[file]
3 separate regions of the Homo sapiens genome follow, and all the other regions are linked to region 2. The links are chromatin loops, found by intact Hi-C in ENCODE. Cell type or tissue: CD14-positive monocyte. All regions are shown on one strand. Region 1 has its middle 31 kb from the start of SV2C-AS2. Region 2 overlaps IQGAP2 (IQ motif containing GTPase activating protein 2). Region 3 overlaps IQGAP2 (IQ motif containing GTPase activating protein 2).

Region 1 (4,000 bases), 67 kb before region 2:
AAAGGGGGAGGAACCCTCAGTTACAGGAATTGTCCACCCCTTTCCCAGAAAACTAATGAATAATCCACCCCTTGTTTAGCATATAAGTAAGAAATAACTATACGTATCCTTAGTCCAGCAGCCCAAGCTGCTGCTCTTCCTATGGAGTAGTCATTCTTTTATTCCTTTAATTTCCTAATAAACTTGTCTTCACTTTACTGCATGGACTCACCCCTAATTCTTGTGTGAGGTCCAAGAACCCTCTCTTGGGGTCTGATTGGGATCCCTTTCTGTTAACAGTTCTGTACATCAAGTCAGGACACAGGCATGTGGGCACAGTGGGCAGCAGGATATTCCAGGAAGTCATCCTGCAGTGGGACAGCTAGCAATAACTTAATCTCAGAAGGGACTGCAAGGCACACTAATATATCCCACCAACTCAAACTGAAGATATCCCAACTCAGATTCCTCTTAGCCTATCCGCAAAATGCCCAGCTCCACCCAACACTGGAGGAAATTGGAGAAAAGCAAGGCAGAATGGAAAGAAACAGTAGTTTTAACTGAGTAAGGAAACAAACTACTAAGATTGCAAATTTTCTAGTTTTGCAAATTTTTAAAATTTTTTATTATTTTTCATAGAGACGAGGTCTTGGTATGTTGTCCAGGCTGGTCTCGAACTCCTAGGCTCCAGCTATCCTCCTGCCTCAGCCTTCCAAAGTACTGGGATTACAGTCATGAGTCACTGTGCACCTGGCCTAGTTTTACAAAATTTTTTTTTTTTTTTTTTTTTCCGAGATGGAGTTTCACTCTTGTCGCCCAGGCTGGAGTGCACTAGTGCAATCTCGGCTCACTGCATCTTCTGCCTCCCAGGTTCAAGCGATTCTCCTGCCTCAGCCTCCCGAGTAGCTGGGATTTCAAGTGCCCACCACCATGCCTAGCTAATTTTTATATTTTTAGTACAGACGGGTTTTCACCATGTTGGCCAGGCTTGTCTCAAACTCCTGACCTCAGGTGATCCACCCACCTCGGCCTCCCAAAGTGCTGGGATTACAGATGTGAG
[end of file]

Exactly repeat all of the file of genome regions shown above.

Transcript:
3 separate regions of the Homo sapiens genome follow, and all the other regions are linked to region 2. The links are chromatin loops, found by intact Hi-C in ENCODE. Cell type or tissue: CD14-positive monocyte. All regions are shown on one strand. Region 1 has its middle 31 kb from the start of SV2C-AS2. Region 2 overlaps IQGAP2 (IQ motif containing GTPase activating protein 2). Region 3 overlaps IQGAP2 (IQ motif containing GTPase activating protein 2).

Region 1 (4,000 bases), 67 kb before region 2:
AAAGGGGGAGGAACCCTCAGTTACAGGAATTGTCCACCCCTTTCCCAGAAAACTAATGAATAATCCACCCCTTGTTTAGCATATAAGTAAGAAATAACTATACGTATCCTTAGTCCAGCAGCCCAAGCTGCTGCTCTTCCTATGGAGTAGTCATTCTTTTATTCCTTTAATTTCCTAATAAACTTGTCTTCACTTTACTGCATGGACTCACCCCTAATTCTTGTGTGAGGTCCAAGAACCCTCTCTTGGGGTCTGATTGGGATCCCTTTCTGTTAACAGTTCTGTACATCAAGTCAGGACACAGGCATGTGGGCACAGTGGGCAGCAGGATATTCCAGGAAGTCATCCTGCAGTGGGACAGCTAGCAATAACTTAATCTCAGAAGGGACTGCAAGGCACACTAATATATCCCACCAACTCAAACTGAAGATATCCCAACTCAGATTCCTCTTAGCCTATCCGCAAAATGCCCAGCTCCACCCAACACTGGAGGAAATTGGAGAAAAGCAAGGCAGAATGGAAAGAAACAGTAGTTTTAACTGAGTAAGGAAACAAACTACTAAGATTGCAAATTTTCTAGTTTTGCAAATTTTTAAAATTTTTTATTATTTTTCATAGAGACGAGGTCTTGGTATGTTGTCCAGGCTGGTCTCGAACTCCTAGGCTCCAGCTATCCTCCTGCCTCAGCCTTCCAAAGTACTGGGATTACAGTCATGAGTCACTGTGCACCTGGCCTAGTTTTACAAAATTTTTTTTTTTTTTTTTTTTTCCGAGATGGAGTTTCACTCTTGTCGCCCAGGCTGGAGTGCACTAGTGCAATCTCGGCTCACTGCATCTTCTGCCTCCCAGGTTCAAGCGATTCTCCTGCCTCAGCCTCCCGAGTAGCTGGGATTTCAAGTGCCCACCACCATGCCTAGCTAATTTTTATATTTTTAGTACAGACGGGTTTTCACCATGTTGGCCAGGCTTGTCTCAAACTCCTGACCTCAGGTGATCCACCCACCTCGGCCTCCCAAAGTGCTGGGATTACAGATGTGAG